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Tlahuizcalpantecuhtli, an Aztec God - Windows to the Universe

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The Spring 2011 issue of The Earth Scientist is focused on modernizing seismology education. Thanks to IRIS, you can download this issue for free as a pdf. Print copies are available in our online store.
Front view of an ancient Aztec carving depicting Quetzalcoatl, the Plumed Serpent. The carving is from the Quetzalcoatl Temple at Teotihuacan, Mexico.
To see the side view of the serpent head, click on the image.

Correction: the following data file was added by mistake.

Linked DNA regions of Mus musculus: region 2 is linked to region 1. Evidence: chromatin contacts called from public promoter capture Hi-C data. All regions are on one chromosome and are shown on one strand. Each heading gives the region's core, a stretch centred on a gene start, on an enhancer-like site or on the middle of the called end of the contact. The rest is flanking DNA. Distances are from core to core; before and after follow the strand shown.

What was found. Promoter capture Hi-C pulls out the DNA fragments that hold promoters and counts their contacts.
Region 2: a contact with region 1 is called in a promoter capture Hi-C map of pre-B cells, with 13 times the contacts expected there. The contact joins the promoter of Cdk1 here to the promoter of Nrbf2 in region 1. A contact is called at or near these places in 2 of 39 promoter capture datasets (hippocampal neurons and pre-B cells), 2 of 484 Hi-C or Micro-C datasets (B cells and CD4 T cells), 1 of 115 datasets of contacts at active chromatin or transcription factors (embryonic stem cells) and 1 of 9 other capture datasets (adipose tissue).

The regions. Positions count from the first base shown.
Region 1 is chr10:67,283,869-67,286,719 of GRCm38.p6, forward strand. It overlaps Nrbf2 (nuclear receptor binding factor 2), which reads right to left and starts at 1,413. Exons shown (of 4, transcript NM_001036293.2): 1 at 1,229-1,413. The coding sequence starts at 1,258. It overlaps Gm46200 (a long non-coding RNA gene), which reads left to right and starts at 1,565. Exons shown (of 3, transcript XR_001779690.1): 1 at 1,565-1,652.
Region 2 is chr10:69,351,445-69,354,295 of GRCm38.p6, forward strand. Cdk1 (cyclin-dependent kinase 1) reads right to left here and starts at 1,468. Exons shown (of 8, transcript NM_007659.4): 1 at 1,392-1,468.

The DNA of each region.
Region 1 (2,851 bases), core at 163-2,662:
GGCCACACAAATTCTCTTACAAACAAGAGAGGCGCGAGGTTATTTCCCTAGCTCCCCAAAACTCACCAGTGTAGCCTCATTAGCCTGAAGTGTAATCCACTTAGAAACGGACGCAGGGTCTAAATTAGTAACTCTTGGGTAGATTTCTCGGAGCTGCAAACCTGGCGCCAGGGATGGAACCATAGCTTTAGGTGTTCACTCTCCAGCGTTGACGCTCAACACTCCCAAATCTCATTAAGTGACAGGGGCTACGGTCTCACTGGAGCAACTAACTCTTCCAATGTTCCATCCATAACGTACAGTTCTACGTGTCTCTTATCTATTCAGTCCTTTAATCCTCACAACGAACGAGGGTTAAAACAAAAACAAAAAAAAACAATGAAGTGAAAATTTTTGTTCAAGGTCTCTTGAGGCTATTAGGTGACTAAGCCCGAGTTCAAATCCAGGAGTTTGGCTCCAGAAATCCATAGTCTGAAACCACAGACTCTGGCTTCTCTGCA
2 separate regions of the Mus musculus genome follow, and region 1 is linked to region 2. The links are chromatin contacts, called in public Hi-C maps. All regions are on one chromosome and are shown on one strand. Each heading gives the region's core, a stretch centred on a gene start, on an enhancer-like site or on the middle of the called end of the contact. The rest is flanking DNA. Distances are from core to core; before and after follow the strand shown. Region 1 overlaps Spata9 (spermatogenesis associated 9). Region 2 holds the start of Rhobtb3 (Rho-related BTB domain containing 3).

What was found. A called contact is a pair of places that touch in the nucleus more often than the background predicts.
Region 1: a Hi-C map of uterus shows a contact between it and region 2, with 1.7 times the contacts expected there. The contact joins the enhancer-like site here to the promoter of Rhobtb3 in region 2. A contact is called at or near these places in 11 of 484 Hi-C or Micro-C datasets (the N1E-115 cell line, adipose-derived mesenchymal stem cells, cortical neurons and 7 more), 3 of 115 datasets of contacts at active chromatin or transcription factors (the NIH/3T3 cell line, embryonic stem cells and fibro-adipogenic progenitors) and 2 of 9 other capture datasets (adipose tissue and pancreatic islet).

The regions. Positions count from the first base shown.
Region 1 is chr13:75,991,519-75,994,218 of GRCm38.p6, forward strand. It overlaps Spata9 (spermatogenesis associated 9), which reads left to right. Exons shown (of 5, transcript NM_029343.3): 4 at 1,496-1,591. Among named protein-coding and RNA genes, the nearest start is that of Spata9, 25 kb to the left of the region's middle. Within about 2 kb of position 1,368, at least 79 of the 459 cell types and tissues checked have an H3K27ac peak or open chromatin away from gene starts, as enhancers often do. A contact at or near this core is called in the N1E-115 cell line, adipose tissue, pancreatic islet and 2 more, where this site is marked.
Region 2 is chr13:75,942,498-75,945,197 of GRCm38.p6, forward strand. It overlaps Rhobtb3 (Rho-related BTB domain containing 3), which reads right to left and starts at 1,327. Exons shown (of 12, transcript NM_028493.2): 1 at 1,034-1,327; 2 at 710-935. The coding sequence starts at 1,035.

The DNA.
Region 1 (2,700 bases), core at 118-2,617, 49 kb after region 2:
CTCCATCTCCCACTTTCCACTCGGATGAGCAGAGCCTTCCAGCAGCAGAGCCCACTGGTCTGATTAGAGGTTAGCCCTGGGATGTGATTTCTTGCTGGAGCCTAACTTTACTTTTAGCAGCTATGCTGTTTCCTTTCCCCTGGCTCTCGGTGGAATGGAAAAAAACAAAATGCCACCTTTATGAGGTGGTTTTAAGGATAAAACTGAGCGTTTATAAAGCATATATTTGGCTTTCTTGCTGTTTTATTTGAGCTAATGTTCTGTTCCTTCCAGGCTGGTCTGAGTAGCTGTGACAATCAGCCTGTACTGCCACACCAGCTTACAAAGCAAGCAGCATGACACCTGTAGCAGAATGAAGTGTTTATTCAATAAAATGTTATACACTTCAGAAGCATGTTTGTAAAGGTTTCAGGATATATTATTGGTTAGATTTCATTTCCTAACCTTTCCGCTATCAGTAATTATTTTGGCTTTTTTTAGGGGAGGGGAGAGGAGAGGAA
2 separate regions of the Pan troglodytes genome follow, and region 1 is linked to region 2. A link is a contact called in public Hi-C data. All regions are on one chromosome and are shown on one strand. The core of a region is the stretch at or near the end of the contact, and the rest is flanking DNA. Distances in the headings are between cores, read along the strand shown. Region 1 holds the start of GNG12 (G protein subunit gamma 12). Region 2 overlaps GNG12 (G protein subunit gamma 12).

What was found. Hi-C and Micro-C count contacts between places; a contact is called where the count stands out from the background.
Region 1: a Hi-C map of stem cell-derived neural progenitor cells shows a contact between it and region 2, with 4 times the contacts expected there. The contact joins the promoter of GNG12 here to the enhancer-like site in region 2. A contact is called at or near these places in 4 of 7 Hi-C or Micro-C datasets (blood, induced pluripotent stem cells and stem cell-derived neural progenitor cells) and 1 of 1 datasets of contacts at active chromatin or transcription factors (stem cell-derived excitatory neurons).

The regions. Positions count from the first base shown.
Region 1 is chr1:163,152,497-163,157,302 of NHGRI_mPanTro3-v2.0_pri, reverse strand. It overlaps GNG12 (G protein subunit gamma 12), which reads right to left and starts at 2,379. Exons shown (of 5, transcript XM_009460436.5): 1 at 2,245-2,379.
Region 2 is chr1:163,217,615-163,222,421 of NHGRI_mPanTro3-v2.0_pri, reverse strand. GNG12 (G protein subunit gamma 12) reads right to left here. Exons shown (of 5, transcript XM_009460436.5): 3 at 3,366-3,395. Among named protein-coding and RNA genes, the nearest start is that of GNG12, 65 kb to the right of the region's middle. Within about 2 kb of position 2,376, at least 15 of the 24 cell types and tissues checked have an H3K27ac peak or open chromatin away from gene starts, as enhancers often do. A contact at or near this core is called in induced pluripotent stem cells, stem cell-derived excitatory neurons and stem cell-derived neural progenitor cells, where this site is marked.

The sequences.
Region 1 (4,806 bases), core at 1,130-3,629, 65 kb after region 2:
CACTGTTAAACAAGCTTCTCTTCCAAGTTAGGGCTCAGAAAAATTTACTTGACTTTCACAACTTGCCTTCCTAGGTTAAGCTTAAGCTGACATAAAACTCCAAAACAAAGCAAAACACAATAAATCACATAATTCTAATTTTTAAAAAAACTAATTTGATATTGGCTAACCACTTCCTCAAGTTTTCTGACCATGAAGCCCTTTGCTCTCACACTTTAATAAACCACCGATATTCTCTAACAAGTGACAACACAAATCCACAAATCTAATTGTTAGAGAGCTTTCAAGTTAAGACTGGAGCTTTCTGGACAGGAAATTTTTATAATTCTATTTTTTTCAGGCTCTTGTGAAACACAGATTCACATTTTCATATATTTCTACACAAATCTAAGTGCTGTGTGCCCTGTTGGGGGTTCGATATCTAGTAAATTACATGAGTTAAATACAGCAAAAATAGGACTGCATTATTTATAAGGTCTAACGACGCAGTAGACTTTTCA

Image courtesy of Corel Corporation.

Tlahuizcalpantecuhtli

Tlahuizcalpantecuhtli was an Aztec god whose symbols were the planet Venus and the feathered serpent, Quetzalcoatl. The Aztecs believed that Tlahuizcalpantecuhtli ruled the sky at noon (the twelfth hour of the day).

Rituals were performed when the planet Venus was aligned with the Pleiades, known by the Aztecs as Tianquiztli. We can admire their awe of this deity at Tula, Mexico, at the temple of Tlahuizcalpantecuhtli.

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